The tract across the border marked "Otay Pacific Business Park" is the focus of development on the U.S. side, with a footbridge across the border and the Tecate-Tijuana highway connecting it to the terminal.Tijuana Abelardo L. Rodriguez International Airport website
San Diego has a problem. Its airport, Lindbergh Field, has only one runway and, being hemmed in by neighborhoods and the ocean, there isn’t much chance for expansion.
Over the years a number of solutions have been suggested, each more expensive or outrageous than the last. (Floating runways in the Pacific, anyone?)
Travelers have figured out their own workarounds, often relying on nearby airports. There are, for instance, the 2.4 million times a year that people from the United States side of the border cross into Mexico to use Tijuana’s Abelardo L. Rodriguez International Airport, more than 20 miles south of Lindbergh Field.
In an era of soaring airline costs in the U.S., with airfares frequently much cheaper in Mexico, driving the extra miles makes more and more sense. Gilberto Rodriguez, a resident of Riverside, Calif., estimated for the New York Times that he saved $1,000 on one recent trip for his family of four by flying out of Tijuana.
Never mind the many hours they have to wait to cross the border.
But Rodriguez and other Californians who use Tijuana as their main airport can expect their travels to get a little easier. A joint venture between Chicago’s Equity Group Investments and Grupo Aeropuertario del Pacífico, a public-private consortium that operates 12 airports in Mexico, will create a special border crossing.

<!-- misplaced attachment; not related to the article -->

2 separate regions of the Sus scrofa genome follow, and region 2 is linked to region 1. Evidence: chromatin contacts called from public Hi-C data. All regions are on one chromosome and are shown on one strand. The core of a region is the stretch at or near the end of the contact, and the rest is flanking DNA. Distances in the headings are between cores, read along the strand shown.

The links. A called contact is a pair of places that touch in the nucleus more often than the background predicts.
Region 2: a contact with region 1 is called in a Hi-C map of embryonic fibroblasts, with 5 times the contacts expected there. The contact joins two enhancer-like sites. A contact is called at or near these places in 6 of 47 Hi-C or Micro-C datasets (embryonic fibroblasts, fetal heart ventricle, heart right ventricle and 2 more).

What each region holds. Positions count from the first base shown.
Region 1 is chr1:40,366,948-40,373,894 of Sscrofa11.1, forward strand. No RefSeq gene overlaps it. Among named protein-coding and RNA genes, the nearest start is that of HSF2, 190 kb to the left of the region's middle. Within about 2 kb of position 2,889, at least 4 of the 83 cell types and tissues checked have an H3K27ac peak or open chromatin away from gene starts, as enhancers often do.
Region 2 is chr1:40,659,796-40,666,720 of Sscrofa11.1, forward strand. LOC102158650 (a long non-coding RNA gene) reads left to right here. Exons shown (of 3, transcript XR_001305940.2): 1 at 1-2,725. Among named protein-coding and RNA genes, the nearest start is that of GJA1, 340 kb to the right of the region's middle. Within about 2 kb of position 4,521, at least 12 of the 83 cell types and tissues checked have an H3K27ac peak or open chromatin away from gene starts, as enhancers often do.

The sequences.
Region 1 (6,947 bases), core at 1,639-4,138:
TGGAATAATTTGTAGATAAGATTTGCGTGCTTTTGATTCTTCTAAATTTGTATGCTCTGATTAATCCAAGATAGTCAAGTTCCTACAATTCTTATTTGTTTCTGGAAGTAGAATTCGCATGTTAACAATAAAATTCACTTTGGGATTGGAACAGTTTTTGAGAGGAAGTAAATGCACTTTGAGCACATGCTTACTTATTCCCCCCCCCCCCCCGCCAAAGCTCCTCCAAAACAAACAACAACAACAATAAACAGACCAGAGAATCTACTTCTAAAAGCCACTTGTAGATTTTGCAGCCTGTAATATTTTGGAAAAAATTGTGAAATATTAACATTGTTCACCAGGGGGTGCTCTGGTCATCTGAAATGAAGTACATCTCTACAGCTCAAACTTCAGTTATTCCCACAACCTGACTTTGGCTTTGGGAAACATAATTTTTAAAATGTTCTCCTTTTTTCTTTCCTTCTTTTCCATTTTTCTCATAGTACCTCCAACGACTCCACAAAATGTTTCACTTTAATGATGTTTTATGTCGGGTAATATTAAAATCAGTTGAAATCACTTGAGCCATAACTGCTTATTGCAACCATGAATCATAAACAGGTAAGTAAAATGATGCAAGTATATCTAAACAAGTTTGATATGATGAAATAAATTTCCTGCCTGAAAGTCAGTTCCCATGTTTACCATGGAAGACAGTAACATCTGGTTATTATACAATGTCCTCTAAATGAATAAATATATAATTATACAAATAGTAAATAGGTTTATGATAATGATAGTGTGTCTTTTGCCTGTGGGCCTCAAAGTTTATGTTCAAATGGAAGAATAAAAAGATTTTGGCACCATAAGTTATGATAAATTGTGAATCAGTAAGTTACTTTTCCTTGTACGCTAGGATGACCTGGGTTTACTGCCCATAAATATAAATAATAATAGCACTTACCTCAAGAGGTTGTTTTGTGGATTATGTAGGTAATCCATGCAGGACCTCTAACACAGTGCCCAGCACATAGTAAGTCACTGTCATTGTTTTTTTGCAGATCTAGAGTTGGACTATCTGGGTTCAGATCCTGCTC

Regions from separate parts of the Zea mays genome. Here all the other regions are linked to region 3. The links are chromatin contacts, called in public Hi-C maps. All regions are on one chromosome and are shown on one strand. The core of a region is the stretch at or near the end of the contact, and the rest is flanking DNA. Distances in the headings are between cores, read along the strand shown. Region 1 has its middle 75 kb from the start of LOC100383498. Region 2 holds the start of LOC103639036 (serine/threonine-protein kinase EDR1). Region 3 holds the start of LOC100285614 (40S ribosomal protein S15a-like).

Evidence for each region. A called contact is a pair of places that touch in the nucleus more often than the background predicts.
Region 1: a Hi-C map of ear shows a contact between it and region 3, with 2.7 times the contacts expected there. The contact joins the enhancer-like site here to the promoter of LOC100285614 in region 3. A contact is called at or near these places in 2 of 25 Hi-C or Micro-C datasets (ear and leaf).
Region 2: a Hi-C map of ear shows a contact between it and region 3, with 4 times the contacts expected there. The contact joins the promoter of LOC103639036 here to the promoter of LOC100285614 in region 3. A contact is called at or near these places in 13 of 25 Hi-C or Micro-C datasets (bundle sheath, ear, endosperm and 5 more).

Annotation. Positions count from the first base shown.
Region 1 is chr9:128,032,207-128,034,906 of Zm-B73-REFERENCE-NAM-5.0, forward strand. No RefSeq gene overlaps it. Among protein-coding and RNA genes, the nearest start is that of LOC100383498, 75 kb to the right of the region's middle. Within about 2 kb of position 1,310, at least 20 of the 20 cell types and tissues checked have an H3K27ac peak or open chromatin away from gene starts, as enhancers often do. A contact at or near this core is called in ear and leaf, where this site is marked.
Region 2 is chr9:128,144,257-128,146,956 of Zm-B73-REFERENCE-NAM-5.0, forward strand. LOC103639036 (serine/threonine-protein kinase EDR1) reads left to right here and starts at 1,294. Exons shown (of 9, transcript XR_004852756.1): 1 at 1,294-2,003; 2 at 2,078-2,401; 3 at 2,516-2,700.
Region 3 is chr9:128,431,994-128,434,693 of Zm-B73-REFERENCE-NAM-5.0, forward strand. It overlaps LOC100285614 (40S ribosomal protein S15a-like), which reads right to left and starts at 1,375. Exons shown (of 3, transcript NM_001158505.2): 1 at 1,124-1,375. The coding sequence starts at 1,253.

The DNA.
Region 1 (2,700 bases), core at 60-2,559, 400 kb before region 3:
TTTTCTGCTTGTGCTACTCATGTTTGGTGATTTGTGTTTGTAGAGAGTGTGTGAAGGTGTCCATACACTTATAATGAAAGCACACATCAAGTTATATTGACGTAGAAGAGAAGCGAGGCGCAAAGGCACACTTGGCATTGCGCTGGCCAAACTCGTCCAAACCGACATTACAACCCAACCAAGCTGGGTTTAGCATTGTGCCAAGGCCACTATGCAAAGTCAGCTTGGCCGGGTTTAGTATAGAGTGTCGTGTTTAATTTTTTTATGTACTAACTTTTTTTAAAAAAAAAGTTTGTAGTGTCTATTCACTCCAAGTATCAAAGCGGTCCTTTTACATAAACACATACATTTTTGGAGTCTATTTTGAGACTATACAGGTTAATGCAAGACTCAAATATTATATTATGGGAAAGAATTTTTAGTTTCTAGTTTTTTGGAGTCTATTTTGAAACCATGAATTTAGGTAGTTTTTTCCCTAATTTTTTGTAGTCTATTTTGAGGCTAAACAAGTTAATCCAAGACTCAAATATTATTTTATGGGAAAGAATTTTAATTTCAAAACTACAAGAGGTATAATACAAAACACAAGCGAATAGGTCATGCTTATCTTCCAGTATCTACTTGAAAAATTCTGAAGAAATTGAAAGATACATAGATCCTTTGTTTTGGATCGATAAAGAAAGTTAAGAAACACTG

Sometime next year, if everything goes according to plan, U.S. residents will be able to park their cars on the American side of the border, go through customs, then walk across a 325-foot-long covered walkway over the border, directly into the Tijuana airport. The bridge is expected to relieve traffic from the nearby San Ysidro and Otay Mesa crossings and to work exactly the same way, except that people crossing will be required to have an airline ticket.
The project – which is expected to cost a total of $90 million, $75 of that on this side of the border – broke ground on the Mexican side in July.
Developers on the American side have been negotiating for months with U.S. Customs and Border Protection, which will operate the checkpoint, and building permits have yet to be issued by the City of San Diego. Both sticking points are expected to receive final approval soon.
Chandler Martin, director of trade, border and community programs told the Times, “This makes sense on a lot of levels. All that time spent waiting to cross [the border] is business foregone. If the border works efficiently, it helps both sides.”